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Advancing multi-vehicle deployments in oceanographic field experiments

Abstract

Our research concerns the coordination and control of robotic vehicles for upper water-column oceanographic observations. In such an environment, operating multiple vehicles to observe dynamic oceanographic phenomena, such as ocean processes and marine life, from fronts to cetaceans, has required that we design, implement and operate software, methods and processes which can support opportunistic needs in real-world settings with substantial constraints. In this work, an approach for coordinated measurements using such platforms, which relate directly to task outcomes, is presented. We show the use and operational value of a new Artificial Intelligence based mixed-initiative system for handling multiple platforms along with the networked infrastructure support needed to conduct such operations in the open sea. We articulate the need and use of a range of middleware architectures, critical for such deployments and ground this in the context of a field experiment in open waters of the mid-Atlantic in the summer of 2015.

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Notes

  1. 1.

    http://rep15.lsts.pt/.

  2. 2.

    http://github.com/LSTS.

  3. 3.

    https://github.com/google/guava.

  4. 4.

    https://github.com/fredpy/trex2-agent/.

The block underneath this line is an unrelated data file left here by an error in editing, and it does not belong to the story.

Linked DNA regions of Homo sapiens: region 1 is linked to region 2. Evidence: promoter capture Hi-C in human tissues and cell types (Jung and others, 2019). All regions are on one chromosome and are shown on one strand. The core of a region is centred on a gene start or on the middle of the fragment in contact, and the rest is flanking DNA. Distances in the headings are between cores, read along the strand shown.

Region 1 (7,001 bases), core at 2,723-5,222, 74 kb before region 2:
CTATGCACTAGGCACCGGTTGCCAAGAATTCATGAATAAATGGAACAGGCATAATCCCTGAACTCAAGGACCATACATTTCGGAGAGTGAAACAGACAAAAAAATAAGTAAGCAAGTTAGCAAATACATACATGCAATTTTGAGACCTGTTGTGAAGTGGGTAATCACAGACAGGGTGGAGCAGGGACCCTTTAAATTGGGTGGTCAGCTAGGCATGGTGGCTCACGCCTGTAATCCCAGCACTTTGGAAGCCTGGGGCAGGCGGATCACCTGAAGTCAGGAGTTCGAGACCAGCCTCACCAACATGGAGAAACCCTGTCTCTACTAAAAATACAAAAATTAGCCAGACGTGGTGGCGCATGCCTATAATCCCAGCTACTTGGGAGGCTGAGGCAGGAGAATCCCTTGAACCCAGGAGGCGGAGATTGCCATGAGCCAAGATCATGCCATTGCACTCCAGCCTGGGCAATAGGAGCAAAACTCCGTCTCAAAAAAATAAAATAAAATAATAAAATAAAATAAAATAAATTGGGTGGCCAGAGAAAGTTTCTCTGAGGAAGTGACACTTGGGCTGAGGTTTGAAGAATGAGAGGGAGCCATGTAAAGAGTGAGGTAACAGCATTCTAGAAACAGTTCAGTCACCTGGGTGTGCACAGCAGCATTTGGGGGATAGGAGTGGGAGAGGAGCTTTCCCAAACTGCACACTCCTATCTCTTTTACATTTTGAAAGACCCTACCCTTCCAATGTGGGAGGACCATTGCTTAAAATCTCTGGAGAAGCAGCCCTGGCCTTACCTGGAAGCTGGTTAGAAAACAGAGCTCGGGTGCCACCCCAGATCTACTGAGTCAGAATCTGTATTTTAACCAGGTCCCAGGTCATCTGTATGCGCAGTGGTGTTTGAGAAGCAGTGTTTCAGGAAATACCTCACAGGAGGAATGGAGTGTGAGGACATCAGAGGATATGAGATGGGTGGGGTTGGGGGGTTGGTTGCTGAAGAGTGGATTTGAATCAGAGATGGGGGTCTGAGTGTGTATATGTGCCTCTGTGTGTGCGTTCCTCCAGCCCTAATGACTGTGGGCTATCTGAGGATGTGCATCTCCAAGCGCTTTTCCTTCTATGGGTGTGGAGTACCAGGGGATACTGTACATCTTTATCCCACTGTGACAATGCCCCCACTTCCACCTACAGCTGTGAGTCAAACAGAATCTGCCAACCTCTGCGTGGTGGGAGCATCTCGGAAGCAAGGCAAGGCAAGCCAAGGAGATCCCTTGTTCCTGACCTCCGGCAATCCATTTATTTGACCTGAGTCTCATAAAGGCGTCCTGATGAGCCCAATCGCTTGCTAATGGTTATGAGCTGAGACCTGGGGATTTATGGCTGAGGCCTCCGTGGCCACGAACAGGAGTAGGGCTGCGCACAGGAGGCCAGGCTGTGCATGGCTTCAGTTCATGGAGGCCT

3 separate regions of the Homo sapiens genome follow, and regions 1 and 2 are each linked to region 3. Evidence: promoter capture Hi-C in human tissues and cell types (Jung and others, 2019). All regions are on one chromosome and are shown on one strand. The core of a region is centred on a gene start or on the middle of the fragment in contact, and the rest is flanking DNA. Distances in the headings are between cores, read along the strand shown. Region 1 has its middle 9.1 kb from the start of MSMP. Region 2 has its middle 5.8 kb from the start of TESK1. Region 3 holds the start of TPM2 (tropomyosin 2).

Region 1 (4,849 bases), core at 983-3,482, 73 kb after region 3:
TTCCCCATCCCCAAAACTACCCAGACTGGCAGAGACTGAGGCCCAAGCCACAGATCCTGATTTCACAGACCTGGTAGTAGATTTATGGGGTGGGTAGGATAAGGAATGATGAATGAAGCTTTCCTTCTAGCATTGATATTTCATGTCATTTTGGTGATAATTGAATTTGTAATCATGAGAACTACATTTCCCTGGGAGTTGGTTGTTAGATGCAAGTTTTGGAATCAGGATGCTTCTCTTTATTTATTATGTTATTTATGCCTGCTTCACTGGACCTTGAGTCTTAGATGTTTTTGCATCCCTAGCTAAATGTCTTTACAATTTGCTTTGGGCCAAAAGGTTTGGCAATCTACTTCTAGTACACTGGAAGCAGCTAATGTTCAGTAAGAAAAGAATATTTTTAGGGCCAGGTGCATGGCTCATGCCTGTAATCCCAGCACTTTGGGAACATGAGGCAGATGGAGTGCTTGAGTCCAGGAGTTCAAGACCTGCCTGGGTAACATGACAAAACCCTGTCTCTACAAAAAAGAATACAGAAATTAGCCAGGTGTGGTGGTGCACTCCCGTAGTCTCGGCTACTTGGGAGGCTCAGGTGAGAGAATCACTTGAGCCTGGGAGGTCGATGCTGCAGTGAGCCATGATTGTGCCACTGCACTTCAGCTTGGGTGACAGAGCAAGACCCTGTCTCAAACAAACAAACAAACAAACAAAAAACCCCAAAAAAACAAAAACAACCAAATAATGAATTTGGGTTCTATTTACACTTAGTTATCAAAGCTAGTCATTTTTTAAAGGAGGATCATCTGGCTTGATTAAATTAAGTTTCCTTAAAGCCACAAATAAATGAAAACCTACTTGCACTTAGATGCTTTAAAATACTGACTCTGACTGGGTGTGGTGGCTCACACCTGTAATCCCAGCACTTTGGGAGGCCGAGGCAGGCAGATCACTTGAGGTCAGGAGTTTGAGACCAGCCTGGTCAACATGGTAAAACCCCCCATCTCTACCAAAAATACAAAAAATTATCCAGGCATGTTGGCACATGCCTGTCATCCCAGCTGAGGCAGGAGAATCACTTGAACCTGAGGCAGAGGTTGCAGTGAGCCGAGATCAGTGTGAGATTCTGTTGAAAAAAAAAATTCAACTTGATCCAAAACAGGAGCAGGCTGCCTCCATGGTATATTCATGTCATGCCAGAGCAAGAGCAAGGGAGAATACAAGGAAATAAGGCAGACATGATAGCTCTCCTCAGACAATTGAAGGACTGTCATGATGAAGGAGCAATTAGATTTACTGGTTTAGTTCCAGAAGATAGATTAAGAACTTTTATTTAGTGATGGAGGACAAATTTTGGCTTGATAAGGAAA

5. 5.

    https://github.com/nasa/europa.

  6. 6.

    The acceptable distance to the desired end point.

  7. 7.

    There can be additional flaw types depending on the solver being used; but these are the minimum needed to converge to a solution.

  8. 8.

    Both the launch/recovery operation and charging times where approximate, yet reasonable estimates.

  9. 9.

    Note: acoustic communication was only used for vehicle telemetry.

  10. 10.

    http://goo.gl/hEVmFU.

  11. 11.

    http://www.rock7mobile.com/products-iridium-sbd.

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Acknowledgements

Johansen was supported in part by the Research Council of Norway through the Centers of Excellence funding scheme, grant number 223254 – NTNU AMOS, and by grant number 235348. Rajan and Py were supported by the US Office of Naval Research, ONR Grant # N00014-14-1-0536. Silva was supported by FEDER and COMPETE funds and by FCT grant # IF/00943/2013. Silva was also supported by FRCT from the Government of the Açores. Authors are grateful to the Cetacean Ecology Research Group including Pablo Chellavard Navarro, Rui Prieto, Cláudia Oliveira, Marta Tobena, and skipper Renato Bettencourt, and to NTNU’s UAV team, including Lars Semb, Krzysztof Cisek, Frederik Leira and João Fortuna. This work was partially supported by the SUNRISE - “Sensing, monitoring and actuating on the UNderwater world through a federated Research InfraStructure Extending the Future Internet”, project #611449, funded by the European Union’s Seventh Framework Programme for Research and Technological Development - Large scale integrating project (IP). We are grateful to the captain and crew of NRP Gago Coutinho. Finally, we are grateful to the entire ls team that participated in the rp exercise in the Açores.

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Correspondence to António Sérgio Ferreira.

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Ferreira, A.S., Costa, M., Py, F. et al. Advancing multi-vehicle deployments in oceanographic field experiments. Auton Robot 43, 1555–1574 (2019). https://doi.org/10.1007/s10514-018-9810-x

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Keywords

  • Mixed-initiative control
  • Marine robotics
  • Control
  • Artificial Intelligence
  • Ocean science
  • Operational oceanography
  • Upper water-column biology